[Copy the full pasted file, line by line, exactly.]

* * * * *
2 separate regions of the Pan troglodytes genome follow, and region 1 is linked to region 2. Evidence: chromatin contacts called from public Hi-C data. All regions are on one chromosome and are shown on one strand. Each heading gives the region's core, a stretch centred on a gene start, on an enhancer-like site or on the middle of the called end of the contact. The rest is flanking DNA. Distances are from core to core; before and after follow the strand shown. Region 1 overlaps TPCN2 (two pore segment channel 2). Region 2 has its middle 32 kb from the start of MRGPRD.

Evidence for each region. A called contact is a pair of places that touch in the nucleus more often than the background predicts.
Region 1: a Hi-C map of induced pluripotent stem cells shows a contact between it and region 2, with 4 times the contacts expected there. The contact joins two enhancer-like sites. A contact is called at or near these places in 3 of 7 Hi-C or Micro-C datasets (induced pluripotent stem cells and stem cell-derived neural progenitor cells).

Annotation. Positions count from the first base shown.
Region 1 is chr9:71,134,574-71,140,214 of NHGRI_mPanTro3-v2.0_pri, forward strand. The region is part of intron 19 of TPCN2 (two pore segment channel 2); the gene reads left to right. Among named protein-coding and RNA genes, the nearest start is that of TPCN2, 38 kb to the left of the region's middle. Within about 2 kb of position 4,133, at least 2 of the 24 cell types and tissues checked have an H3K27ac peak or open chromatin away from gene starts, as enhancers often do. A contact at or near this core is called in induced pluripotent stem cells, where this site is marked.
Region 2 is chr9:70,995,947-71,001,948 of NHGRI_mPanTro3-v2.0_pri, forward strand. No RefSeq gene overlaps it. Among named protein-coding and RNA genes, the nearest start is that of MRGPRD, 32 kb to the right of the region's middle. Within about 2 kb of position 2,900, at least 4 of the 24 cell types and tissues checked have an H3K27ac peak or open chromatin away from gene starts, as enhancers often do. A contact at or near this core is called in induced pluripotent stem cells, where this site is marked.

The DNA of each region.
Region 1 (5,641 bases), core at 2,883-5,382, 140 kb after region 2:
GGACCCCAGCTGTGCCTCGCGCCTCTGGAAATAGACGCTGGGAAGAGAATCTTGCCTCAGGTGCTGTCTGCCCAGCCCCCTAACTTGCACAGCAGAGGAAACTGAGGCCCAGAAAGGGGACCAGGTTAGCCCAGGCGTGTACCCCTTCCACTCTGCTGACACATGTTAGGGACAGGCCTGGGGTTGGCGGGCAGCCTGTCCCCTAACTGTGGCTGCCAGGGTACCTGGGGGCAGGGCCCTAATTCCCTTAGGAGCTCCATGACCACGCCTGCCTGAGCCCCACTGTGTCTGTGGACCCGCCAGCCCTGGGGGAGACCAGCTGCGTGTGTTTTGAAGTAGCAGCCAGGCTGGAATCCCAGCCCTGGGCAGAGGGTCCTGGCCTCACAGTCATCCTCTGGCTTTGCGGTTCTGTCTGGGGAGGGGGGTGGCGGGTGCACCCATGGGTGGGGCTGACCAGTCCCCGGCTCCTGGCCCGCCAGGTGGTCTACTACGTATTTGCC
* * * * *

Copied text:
2 separate regions of the Pan troglodytes genome follow, and region 1 is linked to region 2. Evidence: chromatin contacts called from public Hi-C data. All regions are on one chromosome and are shown on one strand. Each heading gives the region's core, a stretch centred on a gene start, on an enhancer-like site or on the middle of the called end of the contact. The rest is flanking DNA. Distances are from core to core; before and after follow the strand shown. Region 1 overlaps TPCN2 (two pore segment channel 2). Region 2 has its middle 32 kb from the start of MRGPRD.

Evidence for each region. A called contact is a pair of places that touch in the nucleus more often than the background predicts.
Region 1: a Hi-C map of induced pluripotent stem cells shows a contact between it and region 2, with 4 times the contacts expected there. The contact joins two enhancer-like sites. A contact is called at or near these places in 3 of 7 Hi-C or Micro-C datasets (induced pluripotent stem cells and stem cell-derived neural progenitor cells).

Annotation. Positions count from the first base shown.
Region 1 is chr9:71,134,574-71,140,214 of NHGRI_mPanTro3-v2.0_pri, forward strand. The region is part of intron 19 of TPCN2 (two pore segment channel 2); the gene reads left to right. Among named protein-coding and RNA genes, the nearest start is that of TPCN2, 38 kb to the left of the region's middle. Within about 2 kb of position 4,133, at least 2 of the 24 cell types and tissues checked have an H3K27ac peak or open chromatin away from gene starts, as enhancers often do. A contact at or near this core is called in induced pluripotent stem cells, where this site is marked.
Region 2 is chr9:70,995,947-71,001,948 of NHGRI_mPanTro3-v2.0_pri, forward strand. No RefSeq gene overlaps it. Among named protein-coding and RNA genes, the nearest start is that of MRGPRD, 32 kb to the right of the region's middle. Within about 2 kb of position 2,900, at least 4 of the 24 cell types and tissues checked have an H3K27ac peak or open chromatin away from gene starts, as enhancers often do. A contact at or near this core is called in induced pluripotent stem cells, where this site is marked.

The DNA of each region.
Region 1 (5,641 bases), core at 2,883-5,382, 140 kb after region 2:
GGACCCCAGCTGTGCCTCGCGCCTCTGGAAATAGACGCTGGGAAGAGAATCTTGCCTCAGGTGCTGTCTGCCCAGCCCCCTAACTTGCACAGCAGAGGAAACTGAGGCCCAGAAAGGGGACCAGGTTAGCCCAGGCGTGTACCCCTTCCACTCTGCTGACACATGTTAGGGACAGGCCTGGGGTTGGCGGGCAGCCTGTCCCCTAACTGTGGCTGCCAGGGTACCTGGGGGCAGGGCCCTAATTCCCTTAGGAGCTCCATGACCACGCCTGCCTGAGCCCCACTGTGTCTGTGGACCCGCCAGCCCTGGGGGAGACCAGCTGCGTGTGTTTTGAAGTAGCAGCCAGGCTGGAATCCCAGCCCTGGGCAGAGGGTCCTGGCCTCACAGTCATCCTCTGGCTTTGCGGTTCTGTCTGGGGAGGGGGGTGGCGGGTGCACCCATGGGTGGGGCTGACCAGTCCCCGGCTCCTGGCCCGCCAGGTGGTCTACTACGTATTTGCC